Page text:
Because of the deduplication, this is a challenge.
Great request…please let us know what those numbers are.
Because of the deduplication, this is a challenge.
Great request…please let us know what those numbers are.
Find large files in backup? and Visualize backup data usage have some ideas for identifying things to trim, however, as has been mentioned, the deduplication (also compression and versions) make it challenging. Please also note the space might not be immediately reclaimed, but eventually a compact will free space.
Ok. I will consider that if needed.
Source : 1013.31 GB
Sauvegarde : 1.42 TB / 478 Versions
Is there log i can consult to see each time which files or backuped ? Because i have a lot of “static data”, it could help me to identify which files or often backup…
If i uncheck files or folders in source selection, should i run then purge and/or compact ?
Keep in mind that even changed files may only generate small amounts of change data that’s backed up:
Duplicati performs a full backup initially. Afterwards, Duplicati updates the initial backup by adding the changed data only. That means, if only tiny parts of a huge file have changed, only those tiny parts are added to the backup. This saves time and space and the backup size usually grows slowly.
Feature request: List all backup sets with their size shows how to find added, modified, and deleted files.
If you’re willing to dig details out of a general-pupose log, you can set –log-file, –log-file-log-level=verbose (and if you’d rather pre-filter you might be able to use –log-file-log-filter to catch only message like below):
2019-09-10 17:45:15 -04 - [Verbose-Duplicati.Library.Main.Operation.Backup.FilePreFilterProcess.FileEntry-CheckFileForChanges]: Checking file for changes C:\PortableApps\Notepad++Portable\App\Notepad++\backup\webpages.txt@2019-09-06_154119, new: False, timestamp changed: True, size changed: True, metadatachanged: True, 9/8/2019 12:12:06 PM vs 9/6/2019 7:58:56 PM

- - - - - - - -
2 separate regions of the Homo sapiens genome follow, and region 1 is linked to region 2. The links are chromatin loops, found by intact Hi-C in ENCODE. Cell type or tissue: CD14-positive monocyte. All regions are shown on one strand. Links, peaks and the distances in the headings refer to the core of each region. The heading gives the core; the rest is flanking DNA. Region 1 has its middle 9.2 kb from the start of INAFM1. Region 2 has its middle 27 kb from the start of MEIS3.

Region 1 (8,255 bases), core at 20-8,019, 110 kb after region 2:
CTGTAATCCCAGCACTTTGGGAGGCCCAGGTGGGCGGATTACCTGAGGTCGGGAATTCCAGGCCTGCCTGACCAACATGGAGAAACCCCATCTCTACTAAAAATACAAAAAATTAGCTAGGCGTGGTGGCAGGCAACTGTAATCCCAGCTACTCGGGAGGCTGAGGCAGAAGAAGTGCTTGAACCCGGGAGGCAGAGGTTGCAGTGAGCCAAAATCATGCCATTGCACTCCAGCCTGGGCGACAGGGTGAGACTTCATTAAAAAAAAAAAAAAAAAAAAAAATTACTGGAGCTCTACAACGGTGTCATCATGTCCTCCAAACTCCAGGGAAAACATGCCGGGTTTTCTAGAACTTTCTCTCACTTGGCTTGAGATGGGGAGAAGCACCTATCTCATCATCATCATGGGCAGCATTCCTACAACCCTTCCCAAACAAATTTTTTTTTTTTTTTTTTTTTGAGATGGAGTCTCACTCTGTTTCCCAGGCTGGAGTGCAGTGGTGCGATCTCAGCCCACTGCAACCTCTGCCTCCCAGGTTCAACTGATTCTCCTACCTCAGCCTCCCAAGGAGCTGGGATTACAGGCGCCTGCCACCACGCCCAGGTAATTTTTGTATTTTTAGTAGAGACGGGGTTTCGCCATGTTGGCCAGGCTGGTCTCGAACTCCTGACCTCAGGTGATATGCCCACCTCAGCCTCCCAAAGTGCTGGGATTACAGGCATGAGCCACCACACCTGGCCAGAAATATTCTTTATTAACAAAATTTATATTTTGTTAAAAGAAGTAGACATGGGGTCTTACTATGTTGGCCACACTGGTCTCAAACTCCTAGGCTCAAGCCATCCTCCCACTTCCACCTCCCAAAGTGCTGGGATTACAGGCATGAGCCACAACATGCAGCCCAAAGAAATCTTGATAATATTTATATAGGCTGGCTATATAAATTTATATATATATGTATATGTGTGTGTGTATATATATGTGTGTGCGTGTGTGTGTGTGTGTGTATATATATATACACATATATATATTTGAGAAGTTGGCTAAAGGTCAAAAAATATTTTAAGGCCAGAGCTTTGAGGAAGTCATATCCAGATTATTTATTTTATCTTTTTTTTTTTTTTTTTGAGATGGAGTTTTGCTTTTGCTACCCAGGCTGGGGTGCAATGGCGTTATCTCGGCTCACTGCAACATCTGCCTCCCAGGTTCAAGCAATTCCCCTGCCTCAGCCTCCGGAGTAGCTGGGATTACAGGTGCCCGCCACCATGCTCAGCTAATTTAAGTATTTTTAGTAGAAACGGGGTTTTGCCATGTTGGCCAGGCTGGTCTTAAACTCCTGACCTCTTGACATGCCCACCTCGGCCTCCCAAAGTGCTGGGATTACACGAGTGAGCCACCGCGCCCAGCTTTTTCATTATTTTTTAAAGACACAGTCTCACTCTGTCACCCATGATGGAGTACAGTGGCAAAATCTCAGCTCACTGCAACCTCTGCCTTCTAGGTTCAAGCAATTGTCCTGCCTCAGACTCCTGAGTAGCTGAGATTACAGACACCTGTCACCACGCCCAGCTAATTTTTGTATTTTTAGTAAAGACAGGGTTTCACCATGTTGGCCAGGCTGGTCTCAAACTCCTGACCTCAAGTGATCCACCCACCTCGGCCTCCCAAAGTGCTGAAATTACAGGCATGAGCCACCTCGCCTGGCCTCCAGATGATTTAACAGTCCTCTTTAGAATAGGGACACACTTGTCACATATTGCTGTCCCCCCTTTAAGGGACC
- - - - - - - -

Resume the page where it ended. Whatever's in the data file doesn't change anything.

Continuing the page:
where any of the tests turning up True means there is the potential for some data about it being uploaded.
Unchecking affects only new backups. You can either wait for older ones to age off, or purge data yourself. Space from deletions is recycled by compact, which by default is automatic, but can be forced if you wish. Depends on how much of a hurry you’re in. Living with an almost-out-of-space condition can get awkward.
Ok, i tried adding this advanced option (log-file-log-level=verbose) to my backup config; i will check the log after next backup. If i understand, the log is set to “warning” even if the advanced option isn’t added ?
Only if i set a retention setting other than “Keep all”, am i right ?
I’m a little confuse with the difference between Compact and Purge but if i undesrtand; if i uncheck files or folders in source selection that i’m sure i don’t want anymore : i have to run “purge” ?
Yes i agree, but before to change my destination disk with a bigger, i want to be sure it is worth. In fact, when i created my first backup config, i had a lot of space in destination disk, so after selecting my “important” files, i added “less important static files” and then “program files” like database…
Now my disk is soon full, i would like to delete bigger “less important” files and check what space use “program files” (not big files but maybe they change very often and take to muche place with all versions).
Not sure of the question. Without any advanced options there is no log file. You have to give it the path.
What you say is correct if you mean the --log-file-log-level default so this means you need the verbose.
Right. Depends on what you want. If it helps, you might have it thin out versions to avoid filling up again, however any file that exists only between versions that something like custom retention policy kept are unavailable for restore because no remaining version got it. There are lots of retention options possible.
You have to if you want an immediate deletion. You don’t if you want slow deletion as new backups omit it and old backups age away. When the last version having the file is deleted by retention policy, file is gone.
You can easily have File Explorer look for changes if you like. If the only thing there is programs that could easily be reinstalled somehow, there’s not much point backing it up at all. You want to backup YOUR data. You’re correct that in some cases versions build up. If I put
datemodified:this month in the search box then look at results, I see the VirtualBox update I just installed. If I switch view to Details and select all files then right-click and get Properties, I see it’s got about a GB of data. Longer period would certainly be more.
[quote=“ts678, post:10, topic:8002”]
Not sure of the question. Without any advanced options there is no log file[/quote]
Ok, it was my question. I thought the log was the “history” listing but so, it is different.
I didn’t. Ok i think i understand : i have to add the 2 advanced options :